So then we must ask why 12 step treatment programs are so insistent on people "hitting bottom". Is this because people with the fewest resources become the most fanatical or AA converts? Because people who have a life have better things to do? Is going to AA just a new addiction to substitute for the old addiction?
Conventional 12 step treatment programs merely assure people that they are "free of addiction" when they walk out the door and give clients no tools at all to deal with the reality that most of them will relapse and use drugs or alcohol again. Tons of heroin addicts leave 12 step treatment and try to shoot up their old dose and die of overdose because they were never warned how severely their tolerance had dropped while they were drying out. Warning people about tolerance drop would seem like a minimal harm reduction intervention to save lives. But the folks who love consequences would surely call it "enabling" and sooner see people dead than be "enabled."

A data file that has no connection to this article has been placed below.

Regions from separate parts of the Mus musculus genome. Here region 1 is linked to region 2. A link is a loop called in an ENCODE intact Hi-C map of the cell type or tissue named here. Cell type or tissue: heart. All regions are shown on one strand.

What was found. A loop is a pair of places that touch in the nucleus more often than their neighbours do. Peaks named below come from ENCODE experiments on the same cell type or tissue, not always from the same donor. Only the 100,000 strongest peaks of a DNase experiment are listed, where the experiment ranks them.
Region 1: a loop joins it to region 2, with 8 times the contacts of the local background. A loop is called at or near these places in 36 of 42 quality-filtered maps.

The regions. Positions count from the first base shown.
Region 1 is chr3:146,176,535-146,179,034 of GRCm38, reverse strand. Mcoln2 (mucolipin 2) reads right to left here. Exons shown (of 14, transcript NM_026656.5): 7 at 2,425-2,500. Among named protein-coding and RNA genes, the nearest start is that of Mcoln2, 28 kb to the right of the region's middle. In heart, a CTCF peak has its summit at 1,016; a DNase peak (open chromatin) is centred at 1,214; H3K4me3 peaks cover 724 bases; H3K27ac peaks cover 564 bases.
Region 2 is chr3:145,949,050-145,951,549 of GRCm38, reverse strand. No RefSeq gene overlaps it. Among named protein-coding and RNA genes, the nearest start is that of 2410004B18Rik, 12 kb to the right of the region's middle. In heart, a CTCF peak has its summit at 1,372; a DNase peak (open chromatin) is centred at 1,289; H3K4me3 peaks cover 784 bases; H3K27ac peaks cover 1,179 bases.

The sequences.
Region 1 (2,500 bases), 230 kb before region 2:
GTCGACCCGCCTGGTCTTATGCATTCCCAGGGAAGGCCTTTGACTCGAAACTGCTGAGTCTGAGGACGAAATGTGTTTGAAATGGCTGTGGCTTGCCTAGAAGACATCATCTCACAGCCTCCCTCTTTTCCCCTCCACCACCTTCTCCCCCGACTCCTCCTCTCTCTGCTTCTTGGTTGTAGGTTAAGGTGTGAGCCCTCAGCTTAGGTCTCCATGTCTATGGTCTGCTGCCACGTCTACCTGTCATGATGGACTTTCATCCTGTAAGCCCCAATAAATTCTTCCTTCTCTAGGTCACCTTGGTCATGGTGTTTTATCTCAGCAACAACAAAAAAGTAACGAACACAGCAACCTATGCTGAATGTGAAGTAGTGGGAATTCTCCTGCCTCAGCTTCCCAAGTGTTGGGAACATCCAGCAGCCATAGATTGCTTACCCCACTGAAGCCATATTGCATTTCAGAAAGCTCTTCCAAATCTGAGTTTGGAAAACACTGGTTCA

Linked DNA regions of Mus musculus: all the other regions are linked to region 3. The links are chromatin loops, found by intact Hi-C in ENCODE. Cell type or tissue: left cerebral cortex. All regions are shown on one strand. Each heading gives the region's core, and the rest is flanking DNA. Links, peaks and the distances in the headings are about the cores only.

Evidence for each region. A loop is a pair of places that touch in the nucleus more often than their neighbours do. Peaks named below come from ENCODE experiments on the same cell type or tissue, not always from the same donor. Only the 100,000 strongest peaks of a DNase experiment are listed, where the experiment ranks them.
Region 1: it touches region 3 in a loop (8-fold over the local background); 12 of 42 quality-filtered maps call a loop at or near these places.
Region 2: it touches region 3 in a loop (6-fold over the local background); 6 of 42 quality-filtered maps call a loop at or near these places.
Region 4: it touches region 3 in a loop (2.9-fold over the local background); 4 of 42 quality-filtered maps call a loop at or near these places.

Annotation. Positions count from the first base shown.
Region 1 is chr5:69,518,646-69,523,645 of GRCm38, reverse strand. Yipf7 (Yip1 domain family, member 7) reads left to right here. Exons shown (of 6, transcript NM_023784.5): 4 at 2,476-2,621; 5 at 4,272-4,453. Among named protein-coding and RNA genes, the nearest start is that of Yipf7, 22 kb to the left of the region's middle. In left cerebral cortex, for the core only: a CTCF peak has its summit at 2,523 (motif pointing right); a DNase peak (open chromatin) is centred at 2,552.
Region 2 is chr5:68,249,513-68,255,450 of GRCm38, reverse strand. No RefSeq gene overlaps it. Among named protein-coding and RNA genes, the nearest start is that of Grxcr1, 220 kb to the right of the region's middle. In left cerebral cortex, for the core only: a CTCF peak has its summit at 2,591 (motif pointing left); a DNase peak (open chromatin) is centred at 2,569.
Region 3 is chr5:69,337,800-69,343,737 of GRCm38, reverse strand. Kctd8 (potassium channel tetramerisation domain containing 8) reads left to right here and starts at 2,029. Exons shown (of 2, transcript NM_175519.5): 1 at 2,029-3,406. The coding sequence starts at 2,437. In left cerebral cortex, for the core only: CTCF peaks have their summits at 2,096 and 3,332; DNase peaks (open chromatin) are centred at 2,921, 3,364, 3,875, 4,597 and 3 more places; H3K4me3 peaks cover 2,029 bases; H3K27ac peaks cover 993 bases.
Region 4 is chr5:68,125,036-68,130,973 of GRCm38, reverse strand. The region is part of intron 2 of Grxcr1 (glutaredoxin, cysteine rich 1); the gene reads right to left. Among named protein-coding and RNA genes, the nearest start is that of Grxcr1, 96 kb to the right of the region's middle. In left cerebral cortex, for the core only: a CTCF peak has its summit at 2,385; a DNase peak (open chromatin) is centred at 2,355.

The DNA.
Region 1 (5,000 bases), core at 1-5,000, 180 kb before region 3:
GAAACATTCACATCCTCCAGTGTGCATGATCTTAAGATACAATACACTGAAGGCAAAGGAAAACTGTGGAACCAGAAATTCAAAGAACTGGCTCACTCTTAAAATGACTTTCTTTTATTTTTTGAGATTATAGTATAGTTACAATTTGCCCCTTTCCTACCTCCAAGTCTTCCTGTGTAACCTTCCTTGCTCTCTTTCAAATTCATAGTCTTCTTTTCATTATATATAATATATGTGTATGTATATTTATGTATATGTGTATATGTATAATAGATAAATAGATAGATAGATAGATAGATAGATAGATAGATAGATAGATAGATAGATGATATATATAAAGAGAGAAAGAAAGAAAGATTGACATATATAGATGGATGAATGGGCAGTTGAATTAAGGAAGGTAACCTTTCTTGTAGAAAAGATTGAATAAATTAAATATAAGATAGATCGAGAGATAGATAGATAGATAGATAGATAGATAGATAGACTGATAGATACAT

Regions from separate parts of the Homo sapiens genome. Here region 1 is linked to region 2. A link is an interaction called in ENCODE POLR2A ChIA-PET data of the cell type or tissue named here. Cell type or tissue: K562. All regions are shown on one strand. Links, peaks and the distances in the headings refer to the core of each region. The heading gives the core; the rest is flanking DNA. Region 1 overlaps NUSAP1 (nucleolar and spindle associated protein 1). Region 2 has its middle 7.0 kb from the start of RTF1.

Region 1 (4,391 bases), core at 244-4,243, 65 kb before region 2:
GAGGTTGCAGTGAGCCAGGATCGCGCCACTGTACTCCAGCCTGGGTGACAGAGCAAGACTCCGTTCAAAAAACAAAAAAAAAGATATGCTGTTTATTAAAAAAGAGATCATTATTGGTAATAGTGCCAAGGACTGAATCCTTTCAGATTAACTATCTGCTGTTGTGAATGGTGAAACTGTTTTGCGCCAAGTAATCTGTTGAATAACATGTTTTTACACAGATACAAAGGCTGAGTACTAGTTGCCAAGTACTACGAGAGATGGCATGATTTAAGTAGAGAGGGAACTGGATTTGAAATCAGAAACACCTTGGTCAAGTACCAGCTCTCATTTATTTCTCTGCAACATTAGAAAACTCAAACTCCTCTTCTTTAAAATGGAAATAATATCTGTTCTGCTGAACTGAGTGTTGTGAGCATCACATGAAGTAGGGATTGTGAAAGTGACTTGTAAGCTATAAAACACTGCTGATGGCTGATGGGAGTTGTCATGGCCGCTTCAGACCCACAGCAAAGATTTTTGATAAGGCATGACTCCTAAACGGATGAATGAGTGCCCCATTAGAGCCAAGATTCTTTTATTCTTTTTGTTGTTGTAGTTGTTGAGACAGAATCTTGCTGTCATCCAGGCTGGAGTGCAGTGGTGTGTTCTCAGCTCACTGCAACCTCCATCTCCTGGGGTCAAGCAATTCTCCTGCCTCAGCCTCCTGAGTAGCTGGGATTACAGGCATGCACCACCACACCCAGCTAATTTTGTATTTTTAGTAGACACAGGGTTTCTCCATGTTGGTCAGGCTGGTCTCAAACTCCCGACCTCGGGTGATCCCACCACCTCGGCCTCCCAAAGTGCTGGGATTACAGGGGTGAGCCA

Whatever may be the case--the truth seems to be that the best way to help people get a handle on drug or alcohol problems is to help them keep the consequences under control and not to encourage them to "hit bottom". Because "Dead addicts don't recover".
Peele S, Brodsky A. (1991). AA Abuse. Reason. 34-39.